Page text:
A few years ago, three short musicals toured the country under the banner title “3hree” after being nursed by the Prince Music Theater in Philadelphia. Following suit, the Lyric Stage in Dallas has compiled four one-act musicals into “The Living End,” with the title referring to the relatively loose affiliation of these mostly comic shows to the theme of death. Overall it’s an appealing but far from thrilling collection, the individual pieces saturated with clever lyrics set to fairly generic music. Only one piece, the final offering, offers a dash of creative inspiration with its proficiency.
The first half of “The Living End” is comprised of two pieces with music by Jeff Blumenkrantz (“Urban Cowboy”). In the first, “Woman With Pocketbook,” everyday gal Doris Platt (Deborah Brown) finds herself at the Pearly Gates of heaven after a mahjong mishap. Everything seems dandy until she refuses to part with her beloved handbag. The angels have to call on some deceased relatives and, finally, the Almighty himself (Jonathan McCurry) to pry the purse away.
In “Precious Little Jewel,” the evening’s only period piece and its only dramatic entry, a devoted and obedient wife (Louise Mallard) believes her husband has died in a railroad accident. In a series of flashbacks set to music, she comes to recognize that she has long been trapped by his view of her as a prized possession.
Both of these Blumenkrantz pieces are crafted well enough, but they come off feeling like manufactured exercises. They have witty moments, particularly Doris’ ode to the contents of her pocketbook, and the casts deliver spunky performances (particularly Ada Lynn in a crowd-pleasing turn as Doris’ long-dead mum). But still the pieces feel charmless and, despite their brevity, overly extended.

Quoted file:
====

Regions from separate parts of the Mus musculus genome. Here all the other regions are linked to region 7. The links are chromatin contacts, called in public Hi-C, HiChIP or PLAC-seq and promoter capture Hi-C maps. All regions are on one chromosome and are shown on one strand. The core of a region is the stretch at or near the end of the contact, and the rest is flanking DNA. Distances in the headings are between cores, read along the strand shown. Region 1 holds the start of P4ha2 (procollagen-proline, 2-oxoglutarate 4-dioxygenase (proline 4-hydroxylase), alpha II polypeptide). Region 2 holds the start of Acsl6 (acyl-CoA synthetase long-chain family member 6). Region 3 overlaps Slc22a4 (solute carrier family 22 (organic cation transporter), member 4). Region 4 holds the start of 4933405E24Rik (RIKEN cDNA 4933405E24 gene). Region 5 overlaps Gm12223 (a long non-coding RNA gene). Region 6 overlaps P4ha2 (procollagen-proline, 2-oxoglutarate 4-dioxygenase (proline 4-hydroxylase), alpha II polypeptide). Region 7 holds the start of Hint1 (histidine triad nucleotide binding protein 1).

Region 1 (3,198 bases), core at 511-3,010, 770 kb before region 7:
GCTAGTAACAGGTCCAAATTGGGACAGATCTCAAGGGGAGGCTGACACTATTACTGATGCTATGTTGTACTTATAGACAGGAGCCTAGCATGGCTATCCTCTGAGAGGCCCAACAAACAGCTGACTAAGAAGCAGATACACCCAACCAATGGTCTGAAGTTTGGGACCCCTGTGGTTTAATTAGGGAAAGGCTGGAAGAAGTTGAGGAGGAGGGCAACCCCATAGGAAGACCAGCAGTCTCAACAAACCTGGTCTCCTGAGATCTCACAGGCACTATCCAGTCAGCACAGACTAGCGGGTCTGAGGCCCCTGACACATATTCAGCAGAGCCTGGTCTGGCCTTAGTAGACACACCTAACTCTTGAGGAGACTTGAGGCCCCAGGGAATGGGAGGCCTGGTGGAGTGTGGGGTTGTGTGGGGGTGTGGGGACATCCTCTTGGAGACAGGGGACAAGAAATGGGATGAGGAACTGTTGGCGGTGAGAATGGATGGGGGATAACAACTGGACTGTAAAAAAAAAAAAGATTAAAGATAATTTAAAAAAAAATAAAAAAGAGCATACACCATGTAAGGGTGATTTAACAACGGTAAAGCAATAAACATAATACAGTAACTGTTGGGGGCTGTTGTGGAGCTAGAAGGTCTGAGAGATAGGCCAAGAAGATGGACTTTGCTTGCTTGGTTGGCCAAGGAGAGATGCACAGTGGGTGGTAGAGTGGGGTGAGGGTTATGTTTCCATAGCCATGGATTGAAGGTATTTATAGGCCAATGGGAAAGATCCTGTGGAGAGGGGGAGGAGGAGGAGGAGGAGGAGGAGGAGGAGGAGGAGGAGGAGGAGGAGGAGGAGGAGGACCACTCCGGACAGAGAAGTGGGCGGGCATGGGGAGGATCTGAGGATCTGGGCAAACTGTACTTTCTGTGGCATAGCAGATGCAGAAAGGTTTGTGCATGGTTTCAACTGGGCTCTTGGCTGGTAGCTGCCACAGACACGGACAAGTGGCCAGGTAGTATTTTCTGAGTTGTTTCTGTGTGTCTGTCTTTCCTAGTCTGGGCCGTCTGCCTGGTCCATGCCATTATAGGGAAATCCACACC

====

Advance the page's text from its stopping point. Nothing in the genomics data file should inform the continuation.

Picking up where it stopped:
After intermission, “The Living End” improves. In the O. Henry-inspired “The Ransom of Red Chief,” a low-life guy (Jerry Russell) becomes so indebted that he expects to be thrown into the Hudson River by the end of the day. As a last resort, he kidnaps a kid (Jordan Graf) in the hopes of raising enough ransom to save his skin. The twist? The kid is such a nightmare that the parents are reluctant to take him back.
It nearly works, but not quite. Despite pleasing moments, the bonding between the kid and the bum doesn’t quite develop, and this piece even more than the others requires director Cheryl Denson to rein in the tendency of her cast toward broadness rather than specificity. The musical is filled with laugh lines that don’t produce audience laughter, primarily because the characters aren’t human enough.
That said, this is certainly the most musically appealing of the shows, with an upbeat, often jazzy score by Brad Alexander. When young Jordan Graf breaks into the song “I’m Red Chief,” we experience some genuine tunefulness.
It would be hard to imagine a piece riddled with more clichés than the last entry, “The Life and Times of Joe Jefferson Benjamin Blow.” But, happily, that’s the point of it. It follows a hapless everyman named Joe Blow (Brian Patrick Hathaway) through the cliches of life: birth, adolescence, love, marriage, family, aging, death, ambition, regret, etc.
In just over 10 minutes, composer-lyricist Andy Monroe crams in 13 songs, including three reprises, such as “Don’t,” sung first by Joe’s mother and then later by his wife. It’s an exercise in efficient storytelling.
Sure, it’s still a trifle, but this piece works in a way the others simply don’t. Not because it isn’t wholly predictable, even sentimental and obvious; it’s all those things. It’s just that Monroe follows a spark of inspiration and playfully acknowledges the form itself by writing a short musical about how life’s too short.
Unlike the rest of “The Living End,” “Joe Jefferson Benjamin Blow” doesn’t feel labored, but genuine, and it moves so quickly that you can’t help wanting more.
With a short musical, that’s certainly a good thing.